What you need to know about public service lending revision
US Secretary of Education Miguel Cardona.
Bloomberg | Bloomberg | Getty Images
After paying off her student loans since 2005, Karen Tongson is finally debt free.
In November, Tongson, a professor of English and gender studies, checked into her credit account and found that her credit had gone from $ 47,000 to $ 0 thanks to the public service loan program.
Enacted in 2007 by then-President George W. Bush, this program allows nonprofit and state employees to cancel their remaining federal student loan after 10 years or 120 payments.
However, the program is fraught with problems and rejections, with borrowers often believing they will pay their way to loan cancellation only to learn at some point in the process that they do not qualify, often for strange and obscure reasons. Lenders have been accused of misleading borrowers and miscalculating their qualifying payments.
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“I noticed a lot of my payments weren’t counted,” said Tongson, 48. “And I never understood why.”
Tongson’s surprise last fall was due to Corrections made by the Biden administration to the loan program. It has reevaluated borrowers’ applications and recounted their payments, and it estimates that more than 500,000 people are now closer to getting a loan.
The U.S. Department of Education also reimbursed Tongson for $ 20,000 for her year-long overpayments, and many other borrowers are likely to face reimbursements as well, experts say.
Here is what borrowers should know about the program’s updated rules.
To get your student loan waived under the PSLF, you must have made 120 payments over a 10 year period while in a public service position.
The problem the Biden government is working to fix is that many borrowers are being told by their lenders that they have made fewer payments than they actually have, or that some of their payments are due to technical reasons, e.g. loan they hold up or be a month late.
Now, in order to give people the proper credit for their payments, the administration is not checking the number of your qualifying payments, it is checking the months that you have said it was back Elaine Griffin Ruby, senior executive and communications specialist at Edvisors.
Even if you didn’t make student loan payments during the government’s pandemic hiatus, those months still count towards public service loans, Griffin Rubin added.
“Payments made under any repayment plan under a state student loan program may count,” said Mark Kantrowitz, a college expert. “This includes partial payments and late payments.”
You want to act as soon as possible, said Kantrowitz. That’s because the Biden administration’s new rules for granting public sector loans are set to expire on October 31, 2022.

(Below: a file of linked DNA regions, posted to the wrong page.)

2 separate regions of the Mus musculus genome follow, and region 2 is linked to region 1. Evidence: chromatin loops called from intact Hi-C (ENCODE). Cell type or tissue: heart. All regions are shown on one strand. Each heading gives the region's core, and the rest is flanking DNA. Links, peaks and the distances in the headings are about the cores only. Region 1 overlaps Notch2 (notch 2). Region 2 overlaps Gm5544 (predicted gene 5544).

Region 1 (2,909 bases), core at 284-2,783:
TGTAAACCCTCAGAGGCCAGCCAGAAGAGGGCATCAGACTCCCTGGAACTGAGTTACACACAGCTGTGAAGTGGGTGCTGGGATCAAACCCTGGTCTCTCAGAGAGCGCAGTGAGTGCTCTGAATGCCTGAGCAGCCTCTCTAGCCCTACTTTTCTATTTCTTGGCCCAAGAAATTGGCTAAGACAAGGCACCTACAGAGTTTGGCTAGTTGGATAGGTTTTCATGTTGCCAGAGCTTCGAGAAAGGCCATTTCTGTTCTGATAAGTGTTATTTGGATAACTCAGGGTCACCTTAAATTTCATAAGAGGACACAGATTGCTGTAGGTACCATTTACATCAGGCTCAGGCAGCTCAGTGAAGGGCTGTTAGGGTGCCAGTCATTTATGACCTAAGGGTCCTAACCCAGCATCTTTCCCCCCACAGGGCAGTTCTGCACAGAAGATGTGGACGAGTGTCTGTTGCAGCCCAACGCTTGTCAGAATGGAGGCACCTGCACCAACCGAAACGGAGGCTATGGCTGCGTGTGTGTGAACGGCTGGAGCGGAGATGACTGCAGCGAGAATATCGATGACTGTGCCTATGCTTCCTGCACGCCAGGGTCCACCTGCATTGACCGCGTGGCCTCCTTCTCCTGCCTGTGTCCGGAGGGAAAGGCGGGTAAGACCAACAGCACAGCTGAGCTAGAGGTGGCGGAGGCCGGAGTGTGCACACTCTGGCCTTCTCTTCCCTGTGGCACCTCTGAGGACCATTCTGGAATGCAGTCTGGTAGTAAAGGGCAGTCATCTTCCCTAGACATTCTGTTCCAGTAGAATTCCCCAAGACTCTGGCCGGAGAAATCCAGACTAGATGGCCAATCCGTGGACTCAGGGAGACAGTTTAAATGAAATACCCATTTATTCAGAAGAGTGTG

If you have either a Federal Family Education Loan (FFEL) or a Federal Perkins Loan that don’t normally count towards public service loans but now do so temporarily, you will need to consolidate them into direct loans with your servicer.
“It usually takes 30 to 45 days for the consolidation to take place,” said Kantrowitz.
“Borrowers should do this even if they don’t expect 120 payments by the deadline as the previously ineligible payments only count if they do,” he added.
In addition, borrowers are also required to provide evidence that their work has been viewed as a public service for the period of time they attempt to be credited for forgiveness. To do this, you should contact your servicer for a so-called Employer certification form for every employer you’ve had throughout your timeline.
Borrowers who are currently unemployed or not in the public sector may still be eligible for forgiveness as long as they have made 120 qualifying payments in the past, Kantrowitz added.
Some borrowers seem to automatically receive forgiveness after the government examines these accounts, but by following these steps you can take advantage of the new rules.
“All payments over 120 will be automatically refunded as long as those additional payments are made after consolidation,” said Betsy Mayotte, President of The Institute for Student Loan Advisors, a non-profit.
If some of your payments were not eligible for any reason other than an illegible credit type, you should still get a refund as long as you have reached those 120 payments.
The refunds shouldn’t have any tax implications, Mayotte said.
“However, some states tax the amount waived under the PSLF,” she added.